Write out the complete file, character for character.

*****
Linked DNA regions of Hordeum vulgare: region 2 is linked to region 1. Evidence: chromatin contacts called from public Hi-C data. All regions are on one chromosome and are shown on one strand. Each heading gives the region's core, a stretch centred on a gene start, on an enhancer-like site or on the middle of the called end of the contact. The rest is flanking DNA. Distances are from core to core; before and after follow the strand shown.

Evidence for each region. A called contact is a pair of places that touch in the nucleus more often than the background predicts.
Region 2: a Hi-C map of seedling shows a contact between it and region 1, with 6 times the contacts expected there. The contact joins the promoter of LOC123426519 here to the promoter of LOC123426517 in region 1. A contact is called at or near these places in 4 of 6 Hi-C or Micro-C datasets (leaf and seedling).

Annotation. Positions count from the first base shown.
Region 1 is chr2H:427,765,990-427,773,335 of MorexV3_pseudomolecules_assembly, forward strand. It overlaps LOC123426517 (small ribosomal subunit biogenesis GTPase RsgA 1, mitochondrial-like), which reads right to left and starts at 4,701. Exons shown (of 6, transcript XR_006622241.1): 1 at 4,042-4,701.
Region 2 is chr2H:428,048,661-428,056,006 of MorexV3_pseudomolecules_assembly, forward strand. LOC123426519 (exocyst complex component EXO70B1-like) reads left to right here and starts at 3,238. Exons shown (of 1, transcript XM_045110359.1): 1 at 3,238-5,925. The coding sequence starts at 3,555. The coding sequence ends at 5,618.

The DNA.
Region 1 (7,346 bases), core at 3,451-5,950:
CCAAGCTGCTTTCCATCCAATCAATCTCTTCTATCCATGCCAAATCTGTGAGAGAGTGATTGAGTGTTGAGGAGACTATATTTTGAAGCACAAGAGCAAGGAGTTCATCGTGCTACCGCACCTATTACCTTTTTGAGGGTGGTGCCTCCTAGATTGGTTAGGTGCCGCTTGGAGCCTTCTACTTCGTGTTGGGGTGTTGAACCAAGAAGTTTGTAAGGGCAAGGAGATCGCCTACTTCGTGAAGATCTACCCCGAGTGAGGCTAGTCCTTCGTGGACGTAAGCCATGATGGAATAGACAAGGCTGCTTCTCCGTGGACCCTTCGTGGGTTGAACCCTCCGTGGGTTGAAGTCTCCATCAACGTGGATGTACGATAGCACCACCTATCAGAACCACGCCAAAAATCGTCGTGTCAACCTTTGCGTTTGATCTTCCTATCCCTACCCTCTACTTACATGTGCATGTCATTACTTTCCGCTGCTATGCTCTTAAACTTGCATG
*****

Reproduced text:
Linked DNA regions of Hordeum vulgare: region 2 is linked to region 1. Evidence: chromatin contacts called from public Hi-C data. All regions are on one chromosome and are shown on one strand. Each heading gives the region's core, a stretch centred on a gene start, on an enhancer-like site or on the middle of the called end of the contact. The rest is flanking DNA. Distances are from core to core; before and after follow the strand shown.

Evidence for each region. A called contact is a pair of places that touch in the nucleus more often than the background predicts.
Region 2: a Hi-C map of seedling shows a contact between it and region 1, with 6 times the contacts expected there. The contact joins the promoter of LOC123426519 here to the promoter of LOC123426517 in region 1. A contact is called at or near these places in 4 of 6 Hi-C or Micro-C datasets (leaf and seedling).

Annotation. Positions count from the first base shown.
Region 1 is chr2H:427,765,990-427,773,335 of MorexV3_pseudomolecules_assembly, forward strand. It overlaps LOC123426517 (small ribosomal subunit biogenesis GTPase RsgA 1, mitochondrial-like), which reads right to left and starts at 4,701. Exons shown (of 6, transcript XR_006622241.1): 1 at 4,042-4,701.
Region 2 is chr2H:428,048,661-428,056,006 of MorexV3_pseudomolecules_assembly, forward strand. LOC123426519 (exocyst complex component EXO70B1-like) reads left to right here and starts at 3,238. Exons shown (of 1, transcript XM_045110359.1): 1 at 3,238-5,925. The coding sequence starts at 3,555. The coding sequence ends at 5,618.

The DNA.
Region 1 (7,346 bases), core at 3,451-5,950:
CCAAGCTGCTTTCCATCCAATCAATCTCTTCTATCCATGCCAAATCTGTGAGAGAGTGATTGAGTGTTGAGGAGACTATATTTTGAAGCACAAGAGCAAGGAGTTCATCGTGCTACCGCACCTATTACCTTTTTGAGGGTGGTGCCTCCTAGATTGGTTAGGTGCCGCTTGGAGCCTTCTACTTCGTGTTGGGGTGTTGAACCAAGAAGTTTGTAAGGGCAAGGAGATCGCCTACTTCGTGAAGATCTACCCCGAGTGAGGCTAGTCCTTCGTGGACGTAAGCCATGATGGAATAGACAAGGCTGCTTCTCCGTGGACCCTTCGTGGGTTGAACCCTCCGTGGGTTGAAGTCTCCATCAACGTGGATGTACGATAGCACCACCTATCAGAACCACGCCAAAAATCGTCGTGTCAACCTTTGCGTTTGATCTTCCTATCCCTACCCTCTACTTACATGTGCATGTCATTACTTTCCGCTGCTATGCTCTTAAACTTGCATG